What Americans are thinking heading into 2022 midterm elections

Economy and women's reproductive rights have US voters turning out in record numbers

President Joe Biden's Democratic Party is in danger of losing both houses of Congress in the midterm elections. AP
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US voters will head to the polls in this week's midterm elections after a year that saw a proliferation of gun violence, the emergence of Europe's largest war in decades, a historic inflation battle and the overturning of Roe v Wade.

These issues will be on many voters' minds when they elect who will represent them — not just in the US Congress, but also in governorships and statewide offices across the country.

Democratic and Republican candidates have spent months fine-tuning their messaging, all in the hope of remaining in power or knocking off their incumbent opponent.

Here are a few issues driving Americans to the polls in the 2022 US midterm elections in record numbers:

Follow the money

Inflation, now at 8.2 per cent, is taking a toll on Americans' household budgets. Consequently, many US voters this year will be voting with their finances in mind.

The economy ranks as “extremely important” among 49 per cent of all US voters, data from Gallup shows, its highest tally for a midterm election cycle in all but one year since 2002.

President Joe Biden has tried to quell inflationary fears by tapping into the Strategic Petroleum Reserve, passing the Inflation Reduction Act and touting US hiring numbers. But only 31 per cent of Americans approve of how he has handled the economy, Gallup polling shows.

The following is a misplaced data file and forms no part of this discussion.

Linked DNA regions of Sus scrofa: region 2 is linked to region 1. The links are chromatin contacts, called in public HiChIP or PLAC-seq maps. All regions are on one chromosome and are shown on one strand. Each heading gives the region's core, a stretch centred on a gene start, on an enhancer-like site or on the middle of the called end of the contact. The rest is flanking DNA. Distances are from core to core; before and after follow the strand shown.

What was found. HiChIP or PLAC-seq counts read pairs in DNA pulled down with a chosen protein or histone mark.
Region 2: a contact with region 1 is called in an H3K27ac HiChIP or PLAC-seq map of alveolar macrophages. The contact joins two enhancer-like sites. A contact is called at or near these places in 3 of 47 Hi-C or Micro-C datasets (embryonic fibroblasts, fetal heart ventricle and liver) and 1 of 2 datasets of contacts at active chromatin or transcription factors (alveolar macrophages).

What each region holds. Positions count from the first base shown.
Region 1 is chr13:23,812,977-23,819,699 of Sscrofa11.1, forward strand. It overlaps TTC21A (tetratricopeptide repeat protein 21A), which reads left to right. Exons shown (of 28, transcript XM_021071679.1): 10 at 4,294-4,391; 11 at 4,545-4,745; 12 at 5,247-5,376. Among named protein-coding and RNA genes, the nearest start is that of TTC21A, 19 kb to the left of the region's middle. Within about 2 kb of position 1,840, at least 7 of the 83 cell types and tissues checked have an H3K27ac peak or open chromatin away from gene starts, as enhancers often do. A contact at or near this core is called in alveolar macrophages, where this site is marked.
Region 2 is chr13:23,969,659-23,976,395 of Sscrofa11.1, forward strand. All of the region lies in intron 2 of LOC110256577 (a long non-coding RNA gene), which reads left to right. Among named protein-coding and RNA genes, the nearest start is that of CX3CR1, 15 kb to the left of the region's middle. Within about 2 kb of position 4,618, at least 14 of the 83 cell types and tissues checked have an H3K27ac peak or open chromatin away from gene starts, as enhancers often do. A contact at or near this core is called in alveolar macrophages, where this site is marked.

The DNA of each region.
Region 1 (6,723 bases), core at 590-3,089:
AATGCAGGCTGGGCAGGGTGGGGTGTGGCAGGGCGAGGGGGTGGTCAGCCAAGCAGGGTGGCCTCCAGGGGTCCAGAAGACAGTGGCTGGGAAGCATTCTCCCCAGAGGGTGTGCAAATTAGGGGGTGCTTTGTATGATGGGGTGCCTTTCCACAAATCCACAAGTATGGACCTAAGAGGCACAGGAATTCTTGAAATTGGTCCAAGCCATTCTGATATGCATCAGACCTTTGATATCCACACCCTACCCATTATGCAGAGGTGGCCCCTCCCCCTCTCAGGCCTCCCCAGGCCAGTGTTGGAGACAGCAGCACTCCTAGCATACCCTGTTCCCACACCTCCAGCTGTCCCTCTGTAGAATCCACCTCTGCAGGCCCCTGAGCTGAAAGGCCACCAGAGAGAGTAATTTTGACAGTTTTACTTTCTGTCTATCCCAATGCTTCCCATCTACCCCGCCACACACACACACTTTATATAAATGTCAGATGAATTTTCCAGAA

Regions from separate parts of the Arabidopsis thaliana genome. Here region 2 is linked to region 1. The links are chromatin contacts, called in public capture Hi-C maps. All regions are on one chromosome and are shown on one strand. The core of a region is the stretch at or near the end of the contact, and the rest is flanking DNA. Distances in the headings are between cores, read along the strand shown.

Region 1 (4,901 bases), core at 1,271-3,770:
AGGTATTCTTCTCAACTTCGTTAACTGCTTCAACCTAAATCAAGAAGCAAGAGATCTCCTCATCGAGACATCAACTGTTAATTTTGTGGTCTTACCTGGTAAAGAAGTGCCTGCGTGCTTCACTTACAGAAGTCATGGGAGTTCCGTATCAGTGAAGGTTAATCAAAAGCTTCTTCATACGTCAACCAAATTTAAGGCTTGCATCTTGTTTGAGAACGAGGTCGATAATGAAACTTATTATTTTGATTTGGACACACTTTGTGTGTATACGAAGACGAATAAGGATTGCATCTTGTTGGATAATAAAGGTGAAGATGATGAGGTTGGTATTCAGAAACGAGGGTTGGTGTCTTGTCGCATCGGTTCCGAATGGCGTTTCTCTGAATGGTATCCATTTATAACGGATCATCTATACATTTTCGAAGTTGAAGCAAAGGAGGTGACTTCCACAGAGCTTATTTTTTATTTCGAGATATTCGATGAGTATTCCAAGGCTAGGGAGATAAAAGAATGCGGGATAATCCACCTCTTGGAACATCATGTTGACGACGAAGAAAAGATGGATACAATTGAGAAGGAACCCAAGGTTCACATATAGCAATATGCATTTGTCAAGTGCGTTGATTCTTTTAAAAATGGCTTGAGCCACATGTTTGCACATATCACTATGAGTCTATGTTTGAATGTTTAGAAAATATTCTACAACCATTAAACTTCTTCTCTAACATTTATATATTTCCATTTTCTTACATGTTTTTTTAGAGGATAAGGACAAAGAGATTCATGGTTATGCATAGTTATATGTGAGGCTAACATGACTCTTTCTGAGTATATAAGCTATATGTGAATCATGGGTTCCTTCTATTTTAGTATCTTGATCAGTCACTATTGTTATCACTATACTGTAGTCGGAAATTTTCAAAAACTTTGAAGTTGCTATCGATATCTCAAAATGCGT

Abortion and crime also rate highly among US voters' concerns. Meanwhile, gun control and immigration remain “third-tier issues”.

Republicans and Democrats split on economy and abortion

Whereas the economy ranks as extremely important for all US voters, it is an even more central issue for Republican voters, which could point to how they will vote.

Sixty-four per cent of Republican voters consider the economy to be “extremely important” as opposed to 33 per cent of Democrats.

A separate poll conducted by ABC/Ipsos shows most Americans trust the Republicans to handle the economy.

Meanwhile, women's reproductive rights remains the top issue for Democratic voters after the Supreme Court earlier this year overturned Roe versus Wade.

Mr Biden and other high-profile Democratic leaders have used the Supreme Court's decision to galvanise voters to elect politicians that would work to codify reproductive rights into federal law. The White House and others have warned that Republicans could impose a federal ban on abortion, though Republicans in Congress are split.

Meanwhile, “Relations with Russia”, polled for the first time, is a tertiary issue for both Republicans and Democrats as the war in Ukraine continues.

House Minority Leader Kevin McCarthy, a Republican, said there would no longer be a “blank cheque” to the war-torn country if the conservative party retakes the lower chamber.